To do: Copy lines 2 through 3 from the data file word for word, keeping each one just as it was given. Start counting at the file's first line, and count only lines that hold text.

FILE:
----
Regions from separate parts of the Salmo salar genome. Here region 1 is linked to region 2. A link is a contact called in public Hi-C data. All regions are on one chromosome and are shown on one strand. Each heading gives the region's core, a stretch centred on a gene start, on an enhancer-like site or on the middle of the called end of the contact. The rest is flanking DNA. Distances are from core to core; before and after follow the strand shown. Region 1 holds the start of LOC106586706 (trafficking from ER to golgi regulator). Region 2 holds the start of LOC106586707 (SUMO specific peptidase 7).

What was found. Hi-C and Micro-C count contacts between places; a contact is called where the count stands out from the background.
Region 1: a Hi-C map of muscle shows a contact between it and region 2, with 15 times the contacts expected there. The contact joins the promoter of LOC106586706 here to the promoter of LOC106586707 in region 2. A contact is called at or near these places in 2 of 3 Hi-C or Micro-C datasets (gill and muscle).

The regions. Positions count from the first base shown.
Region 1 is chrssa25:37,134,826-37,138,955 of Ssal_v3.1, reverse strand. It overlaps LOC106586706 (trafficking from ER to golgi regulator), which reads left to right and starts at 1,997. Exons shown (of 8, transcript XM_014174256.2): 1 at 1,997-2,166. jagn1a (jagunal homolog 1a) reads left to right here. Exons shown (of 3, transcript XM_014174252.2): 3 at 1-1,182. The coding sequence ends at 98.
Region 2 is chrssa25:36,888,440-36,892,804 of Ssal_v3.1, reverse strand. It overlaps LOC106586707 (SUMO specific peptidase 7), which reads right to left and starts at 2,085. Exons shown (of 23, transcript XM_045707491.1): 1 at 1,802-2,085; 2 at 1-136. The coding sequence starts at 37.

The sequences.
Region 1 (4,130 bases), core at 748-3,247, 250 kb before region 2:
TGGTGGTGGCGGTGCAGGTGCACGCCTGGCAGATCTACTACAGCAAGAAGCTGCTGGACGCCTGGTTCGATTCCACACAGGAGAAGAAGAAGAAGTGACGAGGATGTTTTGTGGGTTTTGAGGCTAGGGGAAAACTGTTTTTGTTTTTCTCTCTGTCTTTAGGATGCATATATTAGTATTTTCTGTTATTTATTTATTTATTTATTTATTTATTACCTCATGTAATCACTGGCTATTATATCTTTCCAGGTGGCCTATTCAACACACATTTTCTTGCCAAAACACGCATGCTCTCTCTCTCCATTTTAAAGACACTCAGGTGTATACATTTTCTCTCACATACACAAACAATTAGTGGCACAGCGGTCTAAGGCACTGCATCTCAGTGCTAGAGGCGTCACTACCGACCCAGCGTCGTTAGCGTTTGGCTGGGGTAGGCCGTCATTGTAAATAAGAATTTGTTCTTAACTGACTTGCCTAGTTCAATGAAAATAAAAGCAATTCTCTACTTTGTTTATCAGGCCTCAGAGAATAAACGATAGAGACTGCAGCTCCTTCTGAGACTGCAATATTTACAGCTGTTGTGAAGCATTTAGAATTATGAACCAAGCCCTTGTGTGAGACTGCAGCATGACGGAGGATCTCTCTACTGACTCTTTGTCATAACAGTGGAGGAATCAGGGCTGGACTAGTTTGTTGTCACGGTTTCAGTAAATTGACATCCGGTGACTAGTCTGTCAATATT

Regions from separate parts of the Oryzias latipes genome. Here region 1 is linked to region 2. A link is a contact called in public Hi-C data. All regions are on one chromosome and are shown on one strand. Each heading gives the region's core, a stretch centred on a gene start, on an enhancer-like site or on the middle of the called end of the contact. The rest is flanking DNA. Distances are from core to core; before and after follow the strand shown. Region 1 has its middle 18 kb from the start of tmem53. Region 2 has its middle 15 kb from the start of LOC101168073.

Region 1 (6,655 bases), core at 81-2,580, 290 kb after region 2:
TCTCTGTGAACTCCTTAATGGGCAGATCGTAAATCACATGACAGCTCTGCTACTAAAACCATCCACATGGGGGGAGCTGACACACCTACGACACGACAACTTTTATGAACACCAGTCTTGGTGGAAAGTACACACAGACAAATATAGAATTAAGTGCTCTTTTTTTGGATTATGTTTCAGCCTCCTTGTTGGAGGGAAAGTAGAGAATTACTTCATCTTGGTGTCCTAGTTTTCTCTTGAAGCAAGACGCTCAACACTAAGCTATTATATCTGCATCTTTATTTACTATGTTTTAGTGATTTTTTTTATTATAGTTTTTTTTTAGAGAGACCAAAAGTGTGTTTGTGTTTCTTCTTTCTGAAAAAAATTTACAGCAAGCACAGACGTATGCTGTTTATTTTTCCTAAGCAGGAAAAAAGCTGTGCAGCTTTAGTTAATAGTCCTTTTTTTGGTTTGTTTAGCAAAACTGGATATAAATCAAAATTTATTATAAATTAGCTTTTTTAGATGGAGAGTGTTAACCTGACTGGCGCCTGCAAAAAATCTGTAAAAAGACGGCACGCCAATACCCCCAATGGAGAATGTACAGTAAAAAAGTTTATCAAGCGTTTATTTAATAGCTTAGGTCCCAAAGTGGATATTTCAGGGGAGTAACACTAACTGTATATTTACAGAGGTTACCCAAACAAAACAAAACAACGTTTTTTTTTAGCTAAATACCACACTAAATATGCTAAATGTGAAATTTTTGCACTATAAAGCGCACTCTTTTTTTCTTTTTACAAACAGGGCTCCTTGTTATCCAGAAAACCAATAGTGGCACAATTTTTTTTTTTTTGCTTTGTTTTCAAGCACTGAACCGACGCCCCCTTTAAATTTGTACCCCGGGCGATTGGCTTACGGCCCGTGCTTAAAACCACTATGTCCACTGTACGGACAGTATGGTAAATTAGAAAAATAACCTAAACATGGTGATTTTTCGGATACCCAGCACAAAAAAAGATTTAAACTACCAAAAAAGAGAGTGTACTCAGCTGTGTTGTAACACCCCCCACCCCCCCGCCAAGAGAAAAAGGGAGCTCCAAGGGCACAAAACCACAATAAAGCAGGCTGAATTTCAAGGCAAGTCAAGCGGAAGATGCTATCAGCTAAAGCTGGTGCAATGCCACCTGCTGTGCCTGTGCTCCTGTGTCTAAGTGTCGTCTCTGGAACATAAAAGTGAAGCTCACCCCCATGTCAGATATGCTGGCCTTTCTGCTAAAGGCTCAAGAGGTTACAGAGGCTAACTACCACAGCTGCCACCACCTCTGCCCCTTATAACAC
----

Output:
What was found. Hi-C and Micro-C count contacts between places; a contact is called where the count stands out from the background.
Region 1: a Hi-C map of muscle shows a contact between it and region 2, with 15 times the contacts expected there. The contact joins the promoter of LOC106586706 here to the promoter of LOC106586707 in region 2. A contact is called at or near these places in 2 of 3 Hi-C or Micro-C datasets (gill and muscle).